Editorials

Primary care trusts and primary care research

BMJ 2005; 330 doi: https://doi.org/10.1136/bmj.330.7482.56 (Published 06 January 2005) Cite this as: BMJ 2005;330:56
  1. Frederick Chen, Atlantic fellow in public policy ([email protected]),
  2. Azeem Majeed, professor of primary care
  1. Public Health Policy Unit, School of Public Policy, University College London, London WC1H 9QU
  2. Department of Primary Care and Social Medicine, Imperial College, London W6 8RP

    Research networks and academic departments can help to do much needed research

    Primary care is central to the NHS and primary care research provides “the missing link in the development of high quality, evidence based health care for populations.”1 2 The recent development of primary care trusts, which are responsible for commissioning local health services, has changed the landscape for primary care research in the NHS.3 In addition to their already formidable service duties, primary care trusts also have research responsibilities.4 Unfortunately, the competing demands on primary care trusts for establishing research governance and meeting government targets have made primary care research a luxury that few trusts can afford.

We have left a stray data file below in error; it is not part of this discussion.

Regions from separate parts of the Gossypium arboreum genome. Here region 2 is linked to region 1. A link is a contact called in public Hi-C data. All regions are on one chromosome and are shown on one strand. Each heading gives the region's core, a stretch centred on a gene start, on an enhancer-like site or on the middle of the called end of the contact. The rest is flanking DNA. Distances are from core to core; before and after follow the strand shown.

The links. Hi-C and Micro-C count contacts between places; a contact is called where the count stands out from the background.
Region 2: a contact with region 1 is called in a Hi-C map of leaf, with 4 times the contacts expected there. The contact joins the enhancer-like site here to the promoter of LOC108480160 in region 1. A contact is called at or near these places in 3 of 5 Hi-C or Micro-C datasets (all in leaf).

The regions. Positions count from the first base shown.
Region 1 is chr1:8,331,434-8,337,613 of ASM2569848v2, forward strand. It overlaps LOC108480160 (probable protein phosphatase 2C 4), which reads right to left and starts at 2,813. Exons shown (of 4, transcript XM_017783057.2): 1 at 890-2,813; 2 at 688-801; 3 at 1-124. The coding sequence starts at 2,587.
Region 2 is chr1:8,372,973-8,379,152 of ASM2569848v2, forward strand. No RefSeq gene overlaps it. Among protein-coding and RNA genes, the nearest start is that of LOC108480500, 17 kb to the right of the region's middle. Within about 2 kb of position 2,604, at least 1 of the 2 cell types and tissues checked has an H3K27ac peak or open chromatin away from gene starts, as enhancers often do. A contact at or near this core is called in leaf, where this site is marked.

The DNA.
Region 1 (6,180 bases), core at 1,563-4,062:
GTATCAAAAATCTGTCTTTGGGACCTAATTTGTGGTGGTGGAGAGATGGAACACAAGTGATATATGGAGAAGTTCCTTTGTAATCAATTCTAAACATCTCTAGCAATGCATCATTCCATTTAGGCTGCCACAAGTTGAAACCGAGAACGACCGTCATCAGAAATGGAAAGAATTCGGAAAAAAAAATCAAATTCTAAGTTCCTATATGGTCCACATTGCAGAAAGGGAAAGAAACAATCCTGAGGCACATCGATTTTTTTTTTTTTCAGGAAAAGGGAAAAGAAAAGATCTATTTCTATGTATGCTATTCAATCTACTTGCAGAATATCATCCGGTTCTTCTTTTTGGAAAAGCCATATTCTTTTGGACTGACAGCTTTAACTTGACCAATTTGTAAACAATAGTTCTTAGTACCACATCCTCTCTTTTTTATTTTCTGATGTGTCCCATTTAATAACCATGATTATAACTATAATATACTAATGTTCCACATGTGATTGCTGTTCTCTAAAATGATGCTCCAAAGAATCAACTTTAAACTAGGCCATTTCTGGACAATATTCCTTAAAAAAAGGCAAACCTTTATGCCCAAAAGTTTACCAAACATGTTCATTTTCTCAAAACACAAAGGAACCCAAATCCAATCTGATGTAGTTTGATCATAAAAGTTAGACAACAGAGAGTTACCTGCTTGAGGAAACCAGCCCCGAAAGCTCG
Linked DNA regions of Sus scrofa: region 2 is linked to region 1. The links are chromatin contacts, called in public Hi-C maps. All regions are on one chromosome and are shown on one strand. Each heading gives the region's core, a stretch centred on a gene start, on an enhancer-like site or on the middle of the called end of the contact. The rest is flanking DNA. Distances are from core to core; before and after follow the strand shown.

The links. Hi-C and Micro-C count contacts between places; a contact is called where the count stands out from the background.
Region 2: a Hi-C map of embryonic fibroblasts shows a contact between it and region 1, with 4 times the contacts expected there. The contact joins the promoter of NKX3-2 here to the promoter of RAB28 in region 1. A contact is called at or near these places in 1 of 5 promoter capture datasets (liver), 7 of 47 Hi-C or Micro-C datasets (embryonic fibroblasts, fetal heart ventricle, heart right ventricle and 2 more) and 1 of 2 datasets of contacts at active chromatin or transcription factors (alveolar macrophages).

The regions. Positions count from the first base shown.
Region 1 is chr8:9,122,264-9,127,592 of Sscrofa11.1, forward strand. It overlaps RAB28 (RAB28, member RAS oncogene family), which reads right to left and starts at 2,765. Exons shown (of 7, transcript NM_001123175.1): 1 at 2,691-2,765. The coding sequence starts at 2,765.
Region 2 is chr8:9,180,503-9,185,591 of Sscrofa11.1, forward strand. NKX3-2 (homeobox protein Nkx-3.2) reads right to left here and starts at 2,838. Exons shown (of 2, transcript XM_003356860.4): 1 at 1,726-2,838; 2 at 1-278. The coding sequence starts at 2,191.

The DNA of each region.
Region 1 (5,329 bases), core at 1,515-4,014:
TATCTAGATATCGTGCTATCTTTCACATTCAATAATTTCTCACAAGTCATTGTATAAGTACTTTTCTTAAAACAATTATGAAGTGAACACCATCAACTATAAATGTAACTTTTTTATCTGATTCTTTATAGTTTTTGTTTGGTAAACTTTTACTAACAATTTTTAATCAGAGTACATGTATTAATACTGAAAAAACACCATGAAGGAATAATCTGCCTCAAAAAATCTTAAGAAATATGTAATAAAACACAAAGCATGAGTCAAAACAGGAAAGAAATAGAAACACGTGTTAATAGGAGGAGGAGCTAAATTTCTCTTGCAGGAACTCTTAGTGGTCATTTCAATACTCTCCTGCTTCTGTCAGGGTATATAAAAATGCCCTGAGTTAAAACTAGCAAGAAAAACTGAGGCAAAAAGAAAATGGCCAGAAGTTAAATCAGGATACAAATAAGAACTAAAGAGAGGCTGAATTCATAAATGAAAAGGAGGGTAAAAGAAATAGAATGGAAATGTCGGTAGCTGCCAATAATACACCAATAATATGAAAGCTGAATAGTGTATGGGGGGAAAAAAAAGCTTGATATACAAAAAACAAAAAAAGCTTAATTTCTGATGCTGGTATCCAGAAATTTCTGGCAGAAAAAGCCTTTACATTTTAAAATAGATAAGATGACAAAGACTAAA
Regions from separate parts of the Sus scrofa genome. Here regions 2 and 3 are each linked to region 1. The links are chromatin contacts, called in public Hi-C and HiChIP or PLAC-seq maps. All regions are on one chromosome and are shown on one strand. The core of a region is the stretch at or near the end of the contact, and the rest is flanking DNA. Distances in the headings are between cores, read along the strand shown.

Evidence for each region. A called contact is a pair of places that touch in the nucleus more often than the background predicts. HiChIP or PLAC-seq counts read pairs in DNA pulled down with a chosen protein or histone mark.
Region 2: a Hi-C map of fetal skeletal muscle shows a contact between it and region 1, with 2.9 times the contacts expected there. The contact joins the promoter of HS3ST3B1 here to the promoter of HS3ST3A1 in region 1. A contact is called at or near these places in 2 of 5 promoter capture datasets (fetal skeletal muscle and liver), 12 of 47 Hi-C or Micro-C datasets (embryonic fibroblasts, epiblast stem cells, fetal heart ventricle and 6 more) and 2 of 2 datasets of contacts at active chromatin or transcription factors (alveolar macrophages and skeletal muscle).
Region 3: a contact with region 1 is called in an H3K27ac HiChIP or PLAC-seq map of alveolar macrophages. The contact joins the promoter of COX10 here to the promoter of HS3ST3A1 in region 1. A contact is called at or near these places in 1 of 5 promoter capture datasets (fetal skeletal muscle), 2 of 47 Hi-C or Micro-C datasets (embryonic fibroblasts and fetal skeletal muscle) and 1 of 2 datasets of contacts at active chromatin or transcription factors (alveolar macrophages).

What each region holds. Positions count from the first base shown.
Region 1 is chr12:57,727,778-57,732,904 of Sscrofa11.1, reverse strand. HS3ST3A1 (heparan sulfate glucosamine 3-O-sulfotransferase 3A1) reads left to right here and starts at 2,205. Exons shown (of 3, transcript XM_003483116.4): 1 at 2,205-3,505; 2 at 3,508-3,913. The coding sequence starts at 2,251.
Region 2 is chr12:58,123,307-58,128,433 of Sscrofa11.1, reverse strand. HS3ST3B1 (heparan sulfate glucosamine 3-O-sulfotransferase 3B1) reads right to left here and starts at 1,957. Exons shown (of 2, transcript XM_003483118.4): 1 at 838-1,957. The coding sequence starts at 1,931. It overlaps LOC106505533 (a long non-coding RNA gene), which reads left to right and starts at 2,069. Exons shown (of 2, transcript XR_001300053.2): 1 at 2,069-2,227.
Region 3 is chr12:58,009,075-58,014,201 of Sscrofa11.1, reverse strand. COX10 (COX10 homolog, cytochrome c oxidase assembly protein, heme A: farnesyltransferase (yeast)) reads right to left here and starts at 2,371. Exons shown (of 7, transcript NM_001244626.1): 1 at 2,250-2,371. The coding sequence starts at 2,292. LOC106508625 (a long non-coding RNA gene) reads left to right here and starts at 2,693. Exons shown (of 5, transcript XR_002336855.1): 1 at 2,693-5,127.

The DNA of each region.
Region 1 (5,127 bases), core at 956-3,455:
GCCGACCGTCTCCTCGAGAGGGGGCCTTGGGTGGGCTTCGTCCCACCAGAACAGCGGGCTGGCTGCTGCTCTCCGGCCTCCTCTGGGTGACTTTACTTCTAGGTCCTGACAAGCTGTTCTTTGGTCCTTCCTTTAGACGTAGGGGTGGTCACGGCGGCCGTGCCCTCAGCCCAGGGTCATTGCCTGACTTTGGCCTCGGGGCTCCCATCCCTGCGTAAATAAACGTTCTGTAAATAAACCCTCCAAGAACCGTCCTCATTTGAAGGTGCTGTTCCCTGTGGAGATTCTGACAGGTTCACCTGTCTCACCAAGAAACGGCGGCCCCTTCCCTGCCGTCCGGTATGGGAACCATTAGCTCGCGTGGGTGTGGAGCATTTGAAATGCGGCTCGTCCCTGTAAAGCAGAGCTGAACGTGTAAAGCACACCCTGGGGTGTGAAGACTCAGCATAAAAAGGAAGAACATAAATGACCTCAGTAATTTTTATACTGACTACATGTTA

Despite the government's documented commitment to primary care trusts and their role in primary care research, scepticism exists about the ability of the trusts to take on this role. In a 2002 House of Lords debate, Baroness Northover questioned the health minister on the responsibilities of primary care trusts, saying, “Many of …

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